By now, you have probably read about the Wild Goose Festival. You have heard about the big name speakers, you were told about beer and hymns, you know about the dunk tank and the killer music and the ticks and the scorching Carolina heat.
But, awesome as all that was, it all pales in comparison to my memory of a late night conversation at the Goose with my friend Mike.
You see, Mike is one of about 1,200 people in Wake County, N.C., who are currently without housing. Some nights he lives at the shelter, other nights he couch surfs with various friends, and some nights he sleeps in the dumpster of that downtown church with the $2 million pipe organ.
Mike is one of our volunteers at Love Wins Ministries, our little ministry of pastoral care and presence to the homeless community in Raleigh, N.C. And yes, he is currently homeless. But Mike still volunteers with us, because where you live does not decide your value or define your ability to contribute.
So, when I mentioned to Mike that we were running a booth at the Wild Goose Festival and I wanted him to come as our guest and help us run it, he was skeptical.
"These are church folks, right?" Mike said. "I don't do church folks well. You know that."
I did know that. In many hours of talking to Mike over the past few years, he has told me tales of horrible religious abuse; of being denied food because he had not said the appropriate prayer, of being evicted from the gospel mission because he missed chapel service because the bus ran late, of being thrown out of storefront churches when he asked the wrong questions.
But I also know that he is always in our chapel service, singing with gusto, if not on key. And he is always the first to volunteer to show someone new around our small ministry house, whispering to them, "Don't worry. This place is safe."
"Don't worry," I tell him. "This place is safe. Or, at the very least, they're trying to make it that way."
So, last Thursday morning we packed the car with tents, sleeping bags and coolers and set off for Shakori Hills, a plot of farmland in rural North Carolina and the site of the second annual Wild Goose Festival.
Mike is a blur of activity the whole weekend. When he wasn't working the booth, he was in conversations with the most random of people — at various times talking to musicians, roadies, preachers, teenagers, and an appliance salesmen.
We gave him a small stipend each day so he could buy the food he wants from the vendors, and mealtime finds him sharing a table with yet more folks ... asking them about their stories and sharing a bit of his. He was constantly bringing people who wanted to know more about us and our work by the Love Wins booth, mainly because Mike told them they have to meet us.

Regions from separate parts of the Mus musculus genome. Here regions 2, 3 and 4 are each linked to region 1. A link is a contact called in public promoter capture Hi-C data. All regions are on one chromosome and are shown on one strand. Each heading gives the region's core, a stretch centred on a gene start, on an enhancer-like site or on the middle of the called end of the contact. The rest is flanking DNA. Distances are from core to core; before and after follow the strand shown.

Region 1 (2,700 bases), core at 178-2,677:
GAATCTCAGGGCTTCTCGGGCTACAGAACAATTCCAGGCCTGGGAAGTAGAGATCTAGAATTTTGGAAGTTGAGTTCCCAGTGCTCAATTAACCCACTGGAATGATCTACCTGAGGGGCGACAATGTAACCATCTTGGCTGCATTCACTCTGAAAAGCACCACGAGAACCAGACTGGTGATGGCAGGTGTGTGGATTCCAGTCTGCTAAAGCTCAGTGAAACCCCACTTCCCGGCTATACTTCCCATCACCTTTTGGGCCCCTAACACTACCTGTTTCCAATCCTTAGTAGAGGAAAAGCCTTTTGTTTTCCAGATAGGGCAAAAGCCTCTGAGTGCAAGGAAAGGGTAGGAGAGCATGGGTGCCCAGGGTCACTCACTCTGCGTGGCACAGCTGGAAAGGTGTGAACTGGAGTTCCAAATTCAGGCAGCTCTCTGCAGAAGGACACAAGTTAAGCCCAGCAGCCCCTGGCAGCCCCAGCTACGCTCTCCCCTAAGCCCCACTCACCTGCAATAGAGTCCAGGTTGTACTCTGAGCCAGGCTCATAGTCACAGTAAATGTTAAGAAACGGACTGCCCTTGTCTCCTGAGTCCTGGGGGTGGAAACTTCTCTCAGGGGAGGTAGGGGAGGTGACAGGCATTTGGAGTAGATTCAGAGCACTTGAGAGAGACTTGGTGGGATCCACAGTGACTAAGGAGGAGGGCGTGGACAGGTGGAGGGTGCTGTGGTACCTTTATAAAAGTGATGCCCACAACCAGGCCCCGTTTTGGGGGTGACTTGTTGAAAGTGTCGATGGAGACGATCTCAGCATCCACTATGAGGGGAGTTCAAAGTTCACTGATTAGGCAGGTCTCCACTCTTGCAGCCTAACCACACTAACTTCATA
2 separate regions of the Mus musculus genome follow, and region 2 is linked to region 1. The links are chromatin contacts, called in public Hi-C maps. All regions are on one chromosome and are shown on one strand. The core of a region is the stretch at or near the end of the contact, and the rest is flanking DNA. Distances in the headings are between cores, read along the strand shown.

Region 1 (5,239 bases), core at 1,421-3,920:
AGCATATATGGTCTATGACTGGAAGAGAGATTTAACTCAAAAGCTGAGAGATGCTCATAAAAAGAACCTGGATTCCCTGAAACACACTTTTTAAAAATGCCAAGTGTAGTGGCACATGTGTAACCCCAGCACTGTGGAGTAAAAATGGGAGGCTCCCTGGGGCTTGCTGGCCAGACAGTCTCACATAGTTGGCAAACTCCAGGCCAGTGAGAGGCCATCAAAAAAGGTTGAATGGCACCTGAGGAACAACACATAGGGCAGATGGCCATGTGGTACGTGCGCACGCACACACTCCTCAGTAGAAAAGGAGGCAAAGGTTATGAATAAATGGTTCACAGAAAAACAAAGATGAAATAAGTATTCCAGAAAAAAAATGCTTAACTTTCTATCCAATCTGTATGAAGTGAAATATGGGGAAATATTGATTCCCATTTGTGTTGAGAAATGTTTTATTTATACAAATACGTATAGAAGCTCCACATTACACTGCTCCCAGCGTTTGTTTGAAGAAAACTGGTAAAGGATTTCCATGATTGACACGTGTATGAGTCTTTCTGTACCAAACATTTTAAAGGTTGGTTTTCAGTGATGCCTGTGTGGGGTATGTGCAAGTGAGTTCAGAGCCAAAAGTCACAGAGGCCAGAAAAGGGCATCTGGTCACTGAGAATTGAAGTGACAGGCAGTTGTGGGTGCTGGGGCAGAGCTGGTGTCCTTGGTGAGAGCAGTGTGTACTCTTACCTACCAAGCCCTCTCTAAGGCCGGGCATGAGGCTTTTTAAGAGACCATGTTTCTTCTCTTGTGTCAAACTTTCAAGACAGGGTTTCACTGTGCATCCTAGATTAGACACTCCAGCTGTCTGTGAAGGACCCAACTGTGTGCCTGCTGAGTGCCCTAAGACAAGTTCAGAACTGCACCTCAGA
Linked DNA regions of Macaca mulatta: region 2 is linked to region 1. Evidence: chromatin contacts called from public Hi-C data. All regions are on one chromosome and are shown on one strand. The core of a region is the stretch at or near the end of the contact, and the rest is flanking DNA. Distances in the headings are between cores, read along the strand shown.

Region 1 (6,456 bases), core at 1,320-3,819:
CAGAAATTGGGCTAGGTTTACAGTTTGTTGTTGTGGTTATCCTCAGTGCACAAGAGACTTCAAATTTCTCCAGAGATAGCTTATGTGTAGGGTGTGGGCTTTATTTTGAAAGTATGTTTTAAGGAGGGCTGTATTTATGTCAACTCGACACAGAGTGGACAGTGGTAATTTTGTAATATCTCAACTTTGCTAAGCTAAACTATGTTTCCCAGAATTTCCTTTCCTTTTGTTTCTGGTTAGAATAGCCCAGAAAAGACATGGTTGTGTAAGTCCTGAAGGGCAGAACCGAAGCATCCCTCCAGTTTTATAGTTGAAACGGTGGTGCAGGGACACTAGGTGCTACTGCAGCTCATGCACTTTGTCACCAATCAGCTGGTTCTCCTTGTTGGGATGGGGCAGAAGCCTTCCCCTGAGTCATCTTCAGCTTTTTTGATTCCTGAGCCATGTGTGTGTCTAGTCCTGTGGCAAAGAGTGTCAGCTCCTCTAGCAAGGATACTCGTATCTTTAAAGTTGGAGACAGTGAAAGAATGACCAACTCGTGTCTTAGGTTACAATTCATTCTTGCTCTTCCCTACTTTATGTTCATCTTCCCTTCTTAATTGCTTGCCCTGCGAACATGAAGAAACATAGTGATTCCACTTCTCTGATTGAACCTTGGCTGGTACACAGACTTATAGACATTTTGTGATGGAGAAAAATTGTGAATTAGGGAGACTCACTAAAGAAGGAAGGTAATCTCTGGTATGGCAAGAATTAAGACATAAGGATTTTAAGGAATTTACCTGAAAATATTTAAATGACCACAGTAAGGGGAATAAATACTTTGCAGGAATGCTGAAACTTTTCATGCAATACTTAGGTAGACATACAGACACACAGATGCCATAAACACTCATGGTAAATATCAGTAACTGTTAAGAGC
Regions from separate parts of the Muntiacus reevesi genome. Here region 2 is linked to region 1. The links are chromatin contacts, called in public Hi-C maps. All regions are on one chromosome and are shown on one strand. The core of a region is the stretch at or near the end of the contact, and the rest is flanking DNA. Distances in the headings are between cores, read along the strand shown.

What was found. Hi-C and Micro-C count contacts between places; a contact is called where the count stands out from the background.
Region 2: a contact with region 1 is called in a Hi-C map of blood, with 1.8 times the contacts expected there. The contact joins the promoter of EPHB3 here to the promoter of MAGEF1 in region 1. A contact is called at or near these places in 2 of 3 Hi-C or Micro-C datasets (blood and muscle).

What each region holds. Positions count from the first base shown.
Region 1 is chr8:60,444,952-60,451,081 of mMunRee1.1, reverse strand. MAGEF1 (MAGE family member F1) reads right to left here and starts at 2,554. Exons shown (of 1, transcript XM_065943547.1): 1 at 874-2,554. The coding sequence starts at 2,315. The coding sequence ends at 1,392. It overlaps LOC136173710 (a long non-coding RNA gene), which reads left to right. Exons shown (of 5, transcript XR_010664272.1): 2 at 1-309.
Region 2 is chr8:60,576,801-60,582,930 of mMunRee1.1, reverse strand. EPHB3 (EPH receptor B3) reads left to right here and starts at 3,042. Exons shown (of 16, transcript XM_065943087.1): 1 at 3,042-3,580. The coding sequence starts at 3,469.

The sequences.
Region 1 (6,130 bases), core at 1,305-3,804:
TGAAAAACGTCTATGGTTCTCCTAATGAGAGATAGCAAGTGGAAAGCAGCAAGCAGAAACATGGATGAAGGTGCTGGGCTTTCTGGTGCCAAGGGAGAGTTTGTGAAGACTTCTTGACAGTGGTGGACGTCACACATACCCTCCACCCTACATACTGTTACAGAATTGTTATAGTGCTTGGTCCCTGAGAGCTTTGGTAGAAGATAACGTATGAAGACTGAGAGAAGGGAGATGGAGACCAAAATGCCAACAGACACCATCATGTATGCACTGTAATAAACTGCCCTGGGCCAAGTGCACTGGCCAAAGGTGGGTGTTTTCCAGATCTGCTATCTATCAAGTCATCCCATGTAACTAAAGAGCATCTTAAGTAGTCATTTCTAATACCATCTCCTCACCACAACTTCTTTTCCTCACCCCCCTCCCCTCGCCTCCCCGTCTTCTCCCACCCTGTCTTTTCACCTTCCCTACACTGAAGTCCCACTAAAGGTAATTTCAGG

On Sunday afternoon, I was scheduled to be one of the presenters. Mike sat in on my talk, where I deconstructed the St. Francis conversion legend in a bit I call "What's in it for the leper?"
That night, Mike and I sat outside our booth in folding canvas chairs, both exhausted after four long days in the hot Carolina sun. Overstimulated, dusty, drained, empty; we just sat as dusk descended and watched the festival wind down in front of us.
"You know that leper in your talk," Mike asked. "I've been that guy. The guy the church avoids, or, if they want to talk to me, it's only to heal me.
"But here, this weekend, I'm not a leper," he said. "Here I matter to folks, and they matter to me. Here I get to be part of something beautiful, and nobody stops me from helping because of who I am or where I sleep. I am so glad I came. I like this. I like this a lot.
"And," he said with a sideways smile, "I also like the beer and hymns. Maybe if we did that in chapel, our attendance would grow."
And we both busted out laughing, as the crickets and distant sounds of music and conversations joined us, creating a holy noise that ascended into the heavens, offered up as late night prayers.
Hugh Hollowell is a minister in the Mennonite Church USA based in Raleigh, N.C. He is the founder and director of Love Wins Ministries, which tackles the problems of homelessness by focusing on relationships, not outcomes.